There's a sickening moment between hearing the planes and waiting for them to drop their payload. A pit forms in your stomach. You know you could die, but you also know there's no way to divine where the strike will hit.
On a hill overlooking Ariha, our guard Abu Youssef seems to have located the jet in the sky and is following it with his eyes. "Russian planes," he says.
Suddenly he ducks. The sound of the explosion rings out with a "thwoomp."
Where the strike hit, there are other sounds. Sirens. People screaming for help. Rescue workers shouting for an ambulance. A woman wailing. Metal scraping against rubble as volunteers furiously try to dig people out of the debris. Survivors in this battered Syrian town cursing President Bashar al-Assad and his Russian supporters.
At the nearest hospital, some 10 miles away, still more sounds. Men arguing as they try to delicately move a gravely injured boy from the back of a car. Doctors shouting at people to get back. A family member weeping softly.
To a visitor, there is something dizzyingly surreal about it. The sounds stay with you as long as the sights. But these are the sounds of everyday life in northern Syria.
We had been on the ground for less than 24 hours when the airstrikes hit. Now, five years into this war, the attacks against areas controlled by rebels are relentless, particularly from the air.
It began with crudely made barrel bombs pushed, seemingly haphazardly, out of the back of Syrian Air Force helicopters. Then, last September,Russia joined the fight and the airstrikes -- thousands of them -- became even more powerful and punishing.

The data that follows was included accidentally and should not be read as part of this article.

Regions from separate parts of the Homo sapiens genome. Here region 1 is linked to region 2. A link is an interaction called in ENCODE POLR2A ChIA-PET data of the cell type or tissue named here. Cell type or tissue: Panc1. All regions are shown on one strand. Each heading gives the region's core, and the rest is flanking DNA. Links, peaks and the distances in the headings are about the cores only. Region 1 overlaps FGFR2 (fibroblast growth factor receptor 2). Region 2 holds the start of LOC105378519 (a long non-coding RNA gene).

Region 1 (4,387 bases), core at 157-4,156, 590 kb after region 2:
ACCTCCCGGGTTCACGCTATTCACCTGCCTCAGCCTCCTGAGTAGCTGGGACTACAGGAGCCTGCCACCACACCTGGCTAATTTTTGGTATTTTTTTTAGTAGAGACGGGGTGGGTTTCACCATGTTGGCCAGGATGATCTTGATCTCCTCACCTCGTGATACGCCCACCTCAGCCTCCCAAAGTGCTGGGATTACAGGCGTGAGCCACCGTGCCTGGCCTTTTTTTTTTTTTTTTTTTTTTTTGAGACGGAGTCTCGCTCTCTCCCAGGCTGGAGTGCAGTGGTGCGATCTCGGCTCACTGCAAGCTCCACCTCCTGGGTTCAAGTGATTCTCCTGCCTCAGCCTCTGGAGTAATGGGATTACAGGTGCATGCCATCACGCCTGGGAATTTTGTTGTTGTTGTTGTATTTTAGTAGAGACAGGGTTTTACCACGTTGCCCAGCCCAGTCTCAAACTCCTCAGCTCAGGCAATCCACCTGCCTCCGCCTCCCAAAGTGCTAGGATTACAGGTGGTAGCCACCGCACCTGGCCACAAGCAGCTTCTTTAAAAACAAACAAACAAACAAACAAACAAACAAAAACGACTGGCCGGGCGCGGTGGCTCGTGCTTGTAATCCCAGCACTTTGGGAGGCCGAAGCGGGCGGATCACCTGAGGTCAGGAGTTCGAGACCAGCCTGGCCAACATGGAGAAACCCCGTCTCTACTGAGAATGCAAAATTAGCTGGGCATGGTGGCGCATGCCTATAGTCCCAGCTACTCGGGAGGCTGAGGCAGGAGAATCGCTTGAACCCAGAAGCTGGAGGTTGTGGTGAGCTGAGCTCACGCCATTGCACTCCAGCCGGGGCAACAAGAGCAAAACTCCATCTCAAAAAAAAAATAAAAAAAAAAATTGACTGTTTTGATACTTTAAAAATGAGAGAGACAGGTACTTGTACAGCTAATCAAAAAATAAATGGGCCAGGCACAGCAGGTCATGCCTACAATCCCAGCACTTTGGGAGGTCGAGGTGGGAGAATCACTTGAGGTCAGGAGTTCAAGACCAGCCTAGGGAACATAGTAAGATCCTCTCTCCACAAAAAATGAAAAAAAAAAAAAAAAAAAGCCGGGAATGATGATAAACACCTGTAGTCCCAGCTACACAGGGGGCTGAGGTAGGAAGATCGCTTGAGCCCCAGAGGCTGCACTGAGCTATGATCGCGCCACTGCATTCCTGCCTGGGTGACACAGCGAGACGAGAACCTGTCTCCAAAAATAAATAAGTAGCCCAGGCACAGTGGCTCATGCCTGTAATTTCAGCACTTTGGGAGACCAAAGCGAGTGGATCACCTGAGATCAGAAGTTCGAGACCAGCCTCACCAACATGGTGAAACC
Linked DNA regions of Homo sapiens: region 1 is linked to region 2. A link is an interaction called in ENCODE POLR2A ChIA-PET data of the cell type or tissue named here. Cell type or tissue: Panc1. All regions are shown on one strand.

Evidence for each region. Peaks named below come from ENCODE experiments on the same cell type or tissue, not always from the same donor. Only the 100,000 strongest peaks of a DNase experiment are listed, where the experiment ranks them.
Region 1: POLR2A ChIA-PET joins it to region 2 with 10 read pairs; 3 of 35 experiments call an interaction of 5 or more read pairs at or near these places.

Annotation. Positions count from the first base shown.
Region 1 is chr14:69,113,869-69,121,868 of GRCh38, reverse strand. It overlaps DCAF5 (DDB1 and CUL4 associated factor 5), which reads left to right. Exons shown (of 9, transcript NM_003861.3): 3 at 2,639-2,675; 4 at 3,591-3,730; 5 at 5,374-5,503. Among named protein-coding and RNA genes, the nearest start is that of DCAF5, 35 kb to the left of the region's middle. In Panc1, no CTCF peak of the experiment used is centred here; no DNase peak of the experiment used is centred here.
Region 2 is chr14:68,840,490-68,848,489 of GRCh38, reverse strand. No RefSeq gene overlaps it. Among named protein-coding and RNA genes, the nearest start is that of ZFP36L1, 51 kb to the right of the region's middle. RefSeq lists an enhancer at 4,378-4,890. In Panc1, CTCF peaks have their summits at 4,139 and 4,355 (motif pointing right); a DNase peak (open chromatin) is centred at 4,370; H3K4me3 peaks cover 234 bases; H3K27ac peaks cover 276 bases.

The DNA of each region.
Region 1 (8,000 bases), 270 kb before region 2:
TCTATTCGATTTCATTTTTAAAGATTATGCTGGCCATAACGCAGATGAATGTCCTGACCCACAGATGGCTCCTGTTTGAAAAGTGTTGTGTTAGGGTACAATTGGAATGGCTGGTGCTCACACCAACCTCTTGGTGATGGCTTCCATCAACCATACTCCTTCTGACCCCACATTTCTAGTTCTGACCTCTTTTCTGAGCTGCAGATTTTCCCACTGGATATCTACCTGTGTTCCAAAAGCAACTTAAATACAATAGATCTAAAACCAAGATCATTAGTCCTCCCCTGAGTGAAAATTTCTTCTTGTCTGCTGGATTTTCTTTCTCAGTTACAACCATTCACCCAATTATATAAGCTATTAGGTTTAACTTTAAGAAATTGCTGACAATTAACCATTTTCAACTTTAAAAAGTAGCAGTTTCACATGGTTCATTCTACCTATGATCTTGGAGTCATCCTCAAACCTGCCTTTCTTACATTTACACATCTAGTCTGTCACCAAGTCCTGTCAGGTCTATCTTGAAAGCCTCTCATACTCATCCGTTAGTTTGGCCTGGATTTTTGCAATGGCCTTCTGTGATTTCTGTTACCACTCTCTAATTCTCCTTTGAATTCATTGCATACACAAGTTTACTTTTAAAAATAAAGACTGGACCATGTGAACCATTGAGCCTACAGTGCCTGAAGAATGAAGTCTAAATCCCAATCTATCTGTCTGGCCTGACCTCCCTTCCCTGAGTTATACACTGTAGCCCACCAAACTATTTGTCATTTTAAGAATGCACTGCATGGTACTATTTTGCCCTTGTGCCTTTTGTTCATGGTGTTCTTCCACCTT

Russia says it is only targeting "terrorists" -- fighters with ISIS and the al Qaeda affiliate Jabhat al-Nusra. But the strike we saw hit a fruit market.
Ordinary people out buying fruit. One minute they were arguing about the price of oranges. The next minute they were dead.
Monitoring groups say nearly 2,000 civilians have been killed since the Russian intervention began.
What goes unsaid?
"Every day, I struggle with whether to send my daughter to school," the young woman tells me.
We're sitting on cushions on the floor of a house in Maarat al-Numan, a town ravaged by airstrikes in the past few months. Her 6-year-old daughter stands next to her, shyly eyeing these foreign visitors as she chews her hair.
"Of course I want her to have an education, but every time she leaves the house there's always a chance ..." Her voice trails off. I don't finish the sentence for her. There's always a chance she won't come back. There's always a chance she will be killed. There's always a chance she will get maimed in a strike.
Several Syrians have told me that you don't hear the planes if you get hit, you only hear them if you're not the target. It seems to provide some comfort -- at least you don't know you are going to die in the moments before it happens. I don't share this thought with the young woman. I nod silently.
In Syria now, there are lots of silences. Much remains unsaid. Questions are generally greeted with suspicion. A culture of fear permeates the place.
Almost no Western journalists have visited this part of the country in over a year.Turkey has all but sealed the border into rebel-held areas -- and inside, the threat of indiscriminate air strikes and kidnapping looms.
We traveled undercover, wearing the niqab, a black veil that covers the entire face, except for a small slit at the eyes. It doesn't take long for people to work out that I'm a foreigner, yet very few ask where I am from or what I am doing here. They know better than to ask such questions. Instead they tell their stories. They want the world to know.
David and Goliath